McLaren downplays Hamilton's low-key mood after qualifying in Korea

McLaren boss Martin Whitmarsh has played down Lewis Hamilton's low key mood after securing pole position for the Korean Grand Prix - insisting it is not mandatory for drivers to celebrate in wild style like Sebastian Vettel does

McLaren downplays Hamilton's low-key mood after qualifying in Korea

Hamilton and his McLaren team ended Red Bull Racing's lock-out of pole positions this season with a strong performance in Korea - delivering the 2008 world champion's first top grid slot since last year's Canadian Grand Prix.

And although the performance was greeted with joy at McLaren, Hamilton surprised observers by appearing quite calm about the achievement - and needing to explain to the media that he was actually happy inside.

"It is not obligatory to whoop!" explained Whitmarsh. "The fact is that we all have different styles and different views. We all enjoyed the moment but at the same time we are focused on the fact that we have a race that we think we can win tomorrow, and we are looking and concentrating on that."

Hamilton said that he only found out he had got pole position a few corners after his qualifying lap, once main rival Vettel had crossed the line.

And, although there was no joyous outpouring of emotion in the car or in the pits afterwards, Hamilton said he was delighted with the performance.

"I wasn't on the radio. It felt great in the car. I didn't know whether I had got pole position until I got to Turn 3 or Turn 4, so it was good to hear. I had not heard that for a long time so it was a comforting feeling."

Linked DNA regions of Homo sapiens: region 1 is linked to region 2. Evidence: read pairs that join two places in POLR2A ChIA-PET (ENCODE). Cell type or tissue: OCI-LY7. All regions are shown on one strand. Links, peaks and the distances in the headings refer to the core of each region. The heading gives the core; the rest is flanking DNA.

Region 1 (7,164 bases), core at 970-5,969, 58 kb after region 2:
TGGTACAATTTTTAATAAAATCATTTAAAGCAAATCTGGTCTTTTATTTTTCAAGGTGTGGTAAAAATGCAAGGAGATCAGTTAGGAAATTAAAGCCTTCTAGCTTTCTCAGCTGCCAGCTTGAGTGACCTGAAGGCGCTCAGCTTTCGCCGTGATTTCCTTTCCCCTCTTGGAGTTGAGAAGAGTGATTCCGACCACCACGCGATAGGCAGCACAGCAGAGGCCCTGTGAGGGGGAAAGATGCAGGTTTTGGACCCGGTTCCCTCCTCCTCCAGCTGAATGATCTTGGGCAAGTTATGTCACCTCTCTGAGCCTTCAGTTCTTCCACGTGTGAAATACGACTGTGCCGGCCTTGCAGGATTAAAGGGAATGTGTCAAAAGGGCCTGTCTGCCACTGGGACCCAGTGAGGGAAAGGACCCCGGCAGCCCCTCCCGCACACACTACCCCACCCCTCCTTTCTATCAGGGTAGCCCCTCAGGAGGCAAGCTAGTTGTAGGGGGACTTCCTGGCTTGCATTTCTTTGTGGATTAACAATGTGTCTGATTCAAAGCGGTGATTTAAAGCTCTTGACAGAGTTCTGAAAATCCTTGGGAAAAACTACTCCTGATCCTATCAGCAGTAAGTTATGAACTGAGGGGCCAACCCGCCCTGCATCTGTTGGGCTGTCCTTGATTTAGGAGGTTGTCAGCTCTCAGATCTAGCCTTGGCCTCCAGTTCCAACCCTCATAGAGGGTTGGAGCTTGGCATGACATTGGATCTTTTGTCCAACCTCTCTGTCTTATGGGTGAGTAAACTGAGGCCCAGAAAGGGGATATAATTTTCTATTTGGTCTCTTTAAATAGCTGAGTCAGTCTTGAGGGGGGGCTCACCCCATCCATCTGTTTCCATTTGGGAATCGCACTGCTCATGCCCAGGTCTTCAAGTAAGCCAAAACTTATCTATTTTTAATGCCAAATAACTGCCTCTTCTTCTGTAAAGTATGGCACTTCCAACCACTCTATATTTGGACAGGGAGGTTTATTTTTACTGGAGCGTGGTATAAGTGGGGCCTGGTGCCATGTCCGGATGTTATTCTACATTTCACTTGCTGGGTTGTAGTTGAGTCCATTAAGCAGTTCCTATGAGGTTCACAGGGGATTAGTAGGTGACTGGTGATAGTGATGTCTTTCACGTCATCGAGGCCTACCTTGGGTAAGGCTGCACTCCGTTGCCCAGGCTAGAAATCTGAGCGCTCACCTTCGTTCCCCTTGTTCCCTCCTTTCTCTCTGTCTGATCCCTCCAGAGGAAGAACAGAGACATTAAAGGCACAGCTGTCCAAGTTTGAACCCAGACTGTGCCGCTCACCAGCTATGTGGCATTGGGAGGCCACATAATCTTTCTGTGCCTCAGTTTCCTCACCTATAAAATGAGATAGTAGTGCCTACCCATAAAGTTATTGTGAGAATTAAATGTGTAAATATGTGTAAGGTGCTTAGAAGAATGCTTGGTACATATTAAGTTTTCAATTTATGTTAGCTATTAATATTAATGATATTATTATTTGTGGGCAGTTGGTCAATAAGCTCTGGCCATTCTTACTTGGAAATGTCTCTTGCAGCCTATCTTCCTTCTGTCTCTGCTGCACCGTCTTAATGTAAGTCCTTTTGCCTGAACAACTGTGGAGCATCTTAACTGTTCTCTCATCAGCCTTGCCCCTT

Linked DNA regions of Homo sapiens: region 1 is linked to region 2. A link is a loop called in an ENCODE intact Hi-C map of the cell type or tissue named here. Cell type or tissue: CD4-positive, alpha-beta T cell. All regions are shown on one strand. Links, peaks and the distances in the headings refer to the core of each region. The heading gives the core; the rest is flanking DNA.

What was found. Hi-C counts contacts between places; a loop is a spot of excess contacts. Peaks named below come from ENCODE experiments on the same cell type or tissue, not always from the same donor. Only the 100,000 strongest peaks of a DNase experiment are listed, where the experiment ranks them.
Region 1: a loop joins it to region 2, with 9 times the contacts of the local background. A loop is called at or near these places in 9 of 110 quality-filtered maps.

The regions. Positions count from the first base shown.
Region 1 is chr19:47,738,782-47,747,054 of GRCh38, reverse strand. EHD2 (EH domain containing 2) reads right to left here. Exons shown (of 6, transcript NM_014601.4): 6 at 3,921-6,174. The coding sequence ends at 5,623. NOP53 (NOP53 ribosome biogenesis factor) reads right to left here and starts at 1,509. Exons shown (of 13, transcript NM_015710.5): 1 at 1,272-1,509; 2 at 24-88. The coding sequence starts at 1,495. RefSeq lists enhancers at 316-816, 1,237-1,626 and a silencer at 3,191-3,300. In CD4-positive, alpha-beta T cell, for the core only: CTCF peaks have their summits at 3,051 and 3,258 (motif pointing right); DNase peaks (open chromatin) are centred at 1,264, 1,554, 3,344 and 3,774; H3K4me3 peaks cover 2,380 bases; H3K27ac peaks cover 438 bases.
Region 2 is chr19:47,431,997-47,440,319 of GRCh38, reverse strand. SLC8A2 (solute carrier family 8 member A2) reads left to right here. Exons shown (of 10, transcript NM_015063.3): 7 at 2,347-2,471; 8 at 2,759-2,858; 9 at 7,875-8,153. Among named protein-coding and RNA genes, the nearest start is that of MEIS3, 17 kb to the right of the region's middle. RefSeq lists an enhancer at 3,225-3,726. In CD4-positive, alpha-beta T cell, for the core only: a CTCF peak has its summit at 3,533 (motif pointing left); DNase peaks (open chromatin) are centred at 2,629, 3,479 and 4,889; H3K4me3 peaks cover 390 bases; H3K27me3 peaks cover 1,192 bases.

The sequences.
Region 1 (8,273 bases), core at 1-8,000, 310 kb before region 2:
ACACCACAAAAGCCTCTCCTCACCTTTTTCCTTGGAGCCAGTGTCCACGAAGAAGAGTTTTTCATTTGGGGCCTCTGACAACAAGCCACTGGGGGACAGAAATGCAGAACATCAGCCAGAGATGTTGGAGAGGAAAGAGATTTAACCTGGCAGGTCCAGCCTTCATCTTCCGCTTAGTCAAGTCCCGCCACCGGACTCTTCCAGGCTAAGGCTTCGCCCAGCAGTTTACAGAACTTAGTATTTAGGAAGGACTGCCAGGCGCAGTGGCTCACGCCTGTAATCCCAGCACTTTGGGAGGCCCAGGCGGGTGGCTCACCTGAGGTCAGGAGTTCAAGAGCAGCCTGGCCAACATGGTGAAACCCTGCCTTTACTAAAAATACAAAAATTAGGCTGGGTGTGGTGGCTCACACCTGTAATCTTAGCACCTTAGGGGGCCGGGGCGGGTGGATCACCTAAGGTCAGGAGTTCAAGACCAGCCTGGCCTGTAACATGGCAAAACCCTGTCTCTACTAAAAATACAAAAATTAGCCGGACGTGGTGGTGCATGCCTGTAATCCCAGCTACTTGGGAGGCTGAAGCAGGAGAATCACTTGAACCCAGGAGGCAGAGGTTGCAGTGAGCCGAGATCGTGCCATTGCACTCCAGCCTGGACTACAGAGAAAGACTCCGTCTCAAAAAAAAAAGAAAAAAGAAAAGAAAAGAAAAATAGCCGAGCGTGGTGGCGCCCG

He added: "It is a great feeling when you come across the line knowing you have done a lap and eventually when you have your engineer come across and say you do or you don't have it.

"It is very rare that I have my engineer tell me that I am on pole so I wasn't sure what his words were leading to. But eventually he got to it that I was doing a good job. And I could hear it was satisfying, as I could hear the guys in the background cheering."

When asked about his focused mood, and whether any element of his approach to the weekend had changed on the back of recent struggles, Hamilton said: "No. I am the same as always. I am happy. I have a great position for tomorrow.

"It is nice to have a full qualifying session and to be able to get us on the front two rows. It was a great qualifying session for us. I've not changed anything; I don't plan to change anything. It is still the same as it has been."

Whitmarsh added that one of the best elements of Hamilton taking pole was that he did not have to make a move for the radio button to turn off Vettel's normal post-chequered flag celebrations.

"Pole position is lovely to get but we are here to try and win the race, and I think that is more important to us," he said.

"I have to confess we do listen to some of the other drivers and, on the monitor, I have a driver button. Afterwards, when they have gone on pole, I have to turn it off immediately so I don't have to hear Sebastian whooping it up in the car. Today I wasn't feverishly looking for that button to turn it off, so that felt good!"

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